As I already mentioned you have to join or detach the child thread.

    CP.25: Prefer gsl::joining_thread over std::thread

    In the following program, I forgot to join the thread t.

    // threadWithoutJoin.cpp
    
    #include <iostream>
    #include <thread>
    
    int main(){
    
      std::thread t([]{std::cout << std::this_thread::get_id() << std::endl;});
    
    }
    

     

    The execution of the program ends abruptly.

    threadForgetJoin

    And now the explanation:

    The lifetime of the created thread t ends with its callable unit. The creator has two choices. First: it waits until its child is done (t.join()). Second: it detaches itself from its child: t.detach(). A thread t with a callable unit  – you can create threads without callable units – is called joinable if neither a t.join() nor t.detach() call happened. The destructor of a joinable thread throws a std::terminate exception which ends in std::abort. Therefore, the program terminates.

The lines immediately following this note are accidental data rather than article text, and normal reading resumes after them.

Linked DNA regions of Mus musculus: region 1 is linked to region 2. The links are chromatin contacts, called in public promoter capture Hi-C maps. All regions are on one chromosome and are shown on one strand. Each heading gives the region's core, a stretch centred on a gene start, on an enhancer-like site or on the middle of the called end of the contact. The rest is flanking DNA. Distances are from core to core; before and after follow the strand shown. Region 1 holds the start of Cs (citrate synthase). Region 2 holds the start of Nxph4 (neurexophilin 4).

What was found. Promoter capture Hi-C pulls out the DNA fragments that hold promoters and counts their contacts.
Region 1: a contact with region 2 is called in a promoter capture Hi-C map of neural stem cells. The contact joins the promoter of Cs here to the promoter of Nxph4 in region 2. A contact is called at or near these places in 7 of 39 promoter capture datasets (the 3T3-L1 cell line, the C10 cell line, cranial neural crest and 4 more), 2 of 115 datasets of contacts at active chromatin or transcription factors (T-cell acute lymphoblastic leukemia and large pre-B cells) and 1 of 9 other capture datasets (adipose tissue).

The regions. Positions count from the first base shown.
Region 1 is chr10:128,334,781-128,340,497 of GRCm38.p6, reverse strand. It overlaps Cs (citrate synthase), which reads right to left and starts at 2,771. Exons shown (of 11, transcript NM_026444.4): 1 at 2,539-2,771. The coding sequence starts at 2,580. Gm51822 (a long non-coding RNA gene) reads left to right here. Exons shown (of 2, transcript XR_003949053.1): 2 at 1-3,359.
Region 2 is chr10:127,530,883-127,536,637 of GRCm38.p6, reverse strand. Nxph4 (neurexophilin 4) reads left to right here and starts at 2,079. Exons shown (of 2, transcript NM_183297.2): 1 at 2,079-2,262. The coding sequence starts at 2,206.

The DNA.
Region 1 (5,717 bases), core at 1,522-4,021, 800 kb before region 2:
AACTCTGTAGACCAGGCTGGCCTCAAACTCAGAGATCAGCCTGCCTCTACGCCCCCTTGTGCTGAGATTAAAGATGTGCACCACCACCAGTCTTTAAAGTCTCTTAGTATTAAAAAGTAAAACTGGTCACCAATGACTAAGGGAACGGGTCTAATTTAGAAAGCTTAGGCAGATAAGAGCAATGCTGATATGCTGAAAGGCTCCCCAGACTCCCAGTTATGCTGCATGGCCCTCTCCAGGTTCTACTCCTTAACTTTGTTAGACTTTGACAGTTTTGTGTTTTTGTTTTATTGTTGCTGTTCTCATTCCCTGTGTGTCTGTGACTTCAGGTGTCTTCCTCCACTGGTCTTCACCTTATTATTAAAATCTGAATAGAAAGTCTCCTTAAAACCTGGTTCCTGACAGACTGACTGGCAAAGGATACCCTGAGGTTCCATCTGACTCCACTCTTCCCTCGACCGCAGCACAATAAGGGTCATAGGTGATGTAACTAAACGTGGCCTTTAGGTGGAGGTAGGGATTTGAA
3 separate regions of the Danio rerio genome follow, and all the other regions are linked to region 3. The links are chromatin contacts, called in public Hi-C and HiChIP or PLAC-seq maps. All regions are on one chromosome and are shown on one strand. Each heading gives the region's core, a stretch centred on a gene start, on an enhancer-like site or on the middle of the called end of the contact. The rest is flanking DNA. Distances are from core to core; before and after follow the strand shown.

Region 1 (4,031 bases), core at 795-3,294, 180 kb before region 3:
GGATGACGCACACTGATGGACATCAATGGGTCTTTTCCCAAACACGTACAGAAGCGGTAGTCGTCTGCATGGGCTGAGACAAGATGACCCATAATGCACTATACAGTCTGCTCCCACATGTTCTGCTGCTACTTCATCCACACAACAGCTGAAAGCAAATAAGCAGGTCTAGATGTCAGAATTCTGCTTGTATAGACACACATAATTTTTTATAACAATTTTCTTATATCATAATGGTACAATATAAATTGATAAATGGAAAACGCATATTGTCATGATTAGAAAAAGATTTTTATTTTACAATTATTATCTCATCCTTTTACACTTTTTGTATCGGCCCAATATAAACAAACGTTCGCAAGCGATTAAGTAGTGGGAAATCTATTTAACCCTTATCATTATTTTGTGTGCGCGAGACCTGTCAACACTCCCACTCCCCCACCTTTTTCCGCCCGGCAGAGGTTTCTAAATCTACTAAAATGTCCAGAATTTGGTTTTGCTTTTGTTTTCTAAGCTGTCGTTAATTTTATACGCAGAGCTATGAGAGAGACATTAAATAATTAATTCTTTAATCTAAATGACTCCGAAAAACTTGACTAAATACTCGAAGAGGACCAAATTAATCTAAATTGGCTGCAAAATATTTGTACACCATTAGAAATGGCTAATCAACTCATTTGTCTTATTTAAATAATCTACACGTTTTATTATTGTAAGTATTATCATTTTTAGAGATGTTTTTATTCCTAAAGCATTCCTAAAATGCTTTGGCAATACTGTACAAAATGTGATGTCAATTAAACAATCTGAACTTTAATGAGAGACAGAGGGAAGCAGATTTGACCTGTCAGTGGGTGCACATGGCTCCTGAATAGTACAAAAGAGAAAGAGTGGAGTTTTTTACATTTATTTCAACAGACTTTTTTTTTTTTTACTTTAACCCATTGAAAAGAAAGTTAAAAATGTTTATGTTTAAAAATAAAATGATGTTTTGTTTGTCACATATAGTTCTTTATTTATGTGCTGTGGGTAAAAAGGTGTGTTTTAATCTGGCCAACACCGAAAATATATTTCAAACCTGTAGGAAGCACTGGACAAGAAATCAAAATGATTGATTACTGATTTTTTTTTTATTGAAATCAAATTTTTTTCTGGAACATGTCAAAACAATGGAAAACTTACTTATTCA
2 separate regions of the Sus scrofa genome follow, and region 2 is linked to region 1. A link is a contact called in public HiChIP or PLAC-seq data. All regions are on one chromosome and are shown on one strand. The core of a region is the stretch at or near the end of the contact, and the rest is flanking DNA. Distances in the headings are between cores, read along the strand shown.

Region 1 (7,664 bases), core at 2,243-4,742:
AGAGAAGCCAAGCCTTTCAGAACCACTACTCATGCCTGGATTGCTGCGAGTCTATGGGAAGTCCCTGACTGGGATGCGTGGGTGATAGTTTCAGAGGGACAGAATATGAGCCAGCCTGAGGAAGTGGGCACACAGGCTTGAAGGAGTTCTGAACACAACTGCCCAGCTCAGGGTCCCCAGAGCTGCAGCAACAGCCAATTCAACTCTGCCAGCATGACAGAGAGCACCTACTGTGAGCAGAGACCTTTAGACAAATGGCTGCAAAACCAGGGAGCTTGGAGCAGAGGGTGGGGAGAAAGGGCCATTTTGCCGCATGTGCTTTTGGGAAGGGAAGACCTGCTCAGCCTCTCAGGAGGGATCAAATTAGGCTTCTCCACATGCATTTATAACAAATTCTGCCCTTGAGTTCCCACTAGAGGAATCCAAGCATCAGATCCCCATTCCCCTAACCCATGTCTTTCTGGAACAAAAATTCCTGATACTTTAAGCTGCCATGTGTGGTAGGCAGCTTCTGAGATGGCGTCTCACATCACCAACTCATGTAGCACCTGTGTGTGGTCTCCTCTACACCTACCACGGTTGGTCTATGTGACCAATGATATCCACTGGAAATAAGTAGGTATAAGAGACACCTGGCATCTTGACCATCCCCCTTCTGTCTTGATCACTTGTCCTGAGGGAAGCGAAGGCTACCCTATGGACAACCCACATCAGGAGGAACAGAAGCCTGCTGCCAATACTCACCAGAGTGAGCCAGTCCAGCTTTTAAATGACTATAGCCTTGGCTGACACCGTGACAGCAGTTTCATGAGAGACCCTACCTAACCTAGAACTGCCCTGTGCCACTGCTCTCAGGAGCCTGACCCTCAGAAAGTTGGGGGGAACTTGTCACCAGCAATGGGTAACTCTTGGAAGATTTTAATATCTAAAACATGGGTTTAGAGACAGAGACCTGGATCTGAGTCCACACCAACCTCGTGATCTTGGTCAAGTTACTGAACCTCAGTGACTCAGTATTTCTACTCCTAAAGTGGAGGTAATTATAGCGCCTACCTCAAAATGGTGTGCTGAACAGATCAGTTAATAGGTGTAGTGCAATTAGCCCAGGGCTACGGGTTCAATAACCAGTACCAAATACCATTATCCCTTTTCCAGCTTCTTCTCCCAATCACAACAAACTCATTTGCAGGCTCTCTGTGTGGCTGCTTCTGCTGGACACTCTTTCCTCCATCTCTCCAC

The rule is called “Prefer gsl::joining_thread over std::thread” because a gsl::joinging_thread joins automatically at the end of its scope. Sad to say, but I found no implementation of the gsl::joining_thread in the guidelines support library. Thanks to the scoped_thread from Anthony Williams, this is not a problem:

     
    // scoped_thread.cpp
    
    #include <iostream>
    #include <thread>
    #include <utility>
    
    
    class scoped_thread{
      std::thread t;
    public:
      explicit scoped_thread(std::thread t_): t(std::move(t_)){
        if ( !t.joinable()) throw std::logic_error("No thread");
      }
      ~scoped_thread(){
        t.join();
      }
      scoped_thread(scoped_thread&)= delete;
      scoped_thread& operator=(scoped_thread const &)= delete;
    };
    
    int main(){